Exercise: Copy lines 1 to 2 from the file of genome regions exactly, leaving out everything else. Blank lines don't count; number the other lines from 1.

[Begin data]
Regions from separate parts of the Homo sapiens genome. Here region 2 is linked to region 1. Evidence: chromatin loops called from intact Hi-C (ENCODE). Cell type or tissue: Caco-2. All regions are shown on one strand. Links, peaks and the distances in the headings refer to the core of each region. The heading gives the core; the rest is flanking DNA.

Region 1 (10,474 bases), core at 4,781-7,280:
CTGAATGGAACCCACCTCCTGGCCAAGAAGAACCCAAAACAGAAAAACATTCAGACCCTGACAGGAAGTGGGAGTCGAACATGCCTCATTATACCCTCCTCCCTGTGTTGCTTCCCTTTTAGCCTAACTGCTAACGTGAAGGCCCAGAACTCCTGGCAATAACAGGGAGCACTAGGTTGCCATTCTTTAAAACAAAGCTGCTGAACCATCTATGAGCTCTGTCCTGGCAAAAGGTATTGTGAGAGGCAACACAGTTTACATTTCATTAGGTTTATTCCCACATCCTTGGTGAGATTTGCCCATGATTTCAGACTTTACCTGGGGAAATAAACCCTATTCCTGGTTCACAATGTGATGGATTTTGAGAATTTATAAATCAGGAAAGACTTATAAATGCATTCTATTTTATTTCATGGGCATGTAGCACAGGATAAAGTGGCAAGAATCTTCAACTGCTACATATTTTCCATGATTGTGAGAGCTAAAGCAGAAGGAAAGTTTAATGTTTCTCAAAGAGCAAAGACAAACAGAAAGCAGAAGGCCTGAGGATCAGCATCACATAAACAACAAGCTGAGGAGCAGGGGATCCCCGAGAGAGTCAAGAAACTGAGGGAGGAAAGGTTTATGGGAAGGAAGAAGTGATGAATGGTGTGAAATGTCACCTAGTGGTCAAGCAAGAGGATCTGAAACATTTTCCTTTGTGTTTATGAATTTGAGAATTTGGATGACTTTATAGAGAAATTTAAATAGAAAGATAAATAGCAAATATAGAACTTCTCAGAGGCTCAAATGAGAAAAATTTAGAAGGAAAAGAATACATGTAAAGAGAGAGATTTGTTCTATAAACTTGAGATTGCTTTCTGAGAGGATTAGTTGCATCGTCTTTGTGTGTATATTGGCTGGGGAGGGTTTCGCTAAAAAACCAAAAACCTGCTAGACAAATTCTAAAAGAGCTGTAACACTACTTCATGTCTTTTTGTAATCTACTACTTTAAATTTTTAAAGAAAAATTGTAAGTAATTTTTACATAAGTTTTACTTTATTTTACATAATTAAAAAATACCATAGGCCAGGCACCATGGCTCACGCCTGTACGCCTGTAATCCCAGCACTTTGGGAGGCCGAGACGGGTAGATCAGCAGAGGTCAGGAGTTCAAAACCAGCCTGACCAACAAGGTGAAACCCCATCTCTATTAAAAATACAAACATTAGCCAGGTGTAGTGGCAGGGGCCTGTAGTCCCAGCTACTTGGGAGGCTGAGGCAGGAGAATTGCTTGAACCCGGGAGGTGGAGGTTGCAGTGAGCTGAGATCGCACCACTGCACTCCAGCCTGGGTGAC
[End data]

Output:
Regions from separate parts of the Homo sapiens genome. Here region 2 is linked to region 1. Evidence: chromatin loops called from intact Hi-C (ENCODE). Cell type or tissue: Caco-2. All regions are shown on one strand. Links, peaks and the distances in the headings refer to the core of each region. The heading gives the core; the rest is flanking DNA.

Region 1 (10,474 bases), core at 4,781-7,280: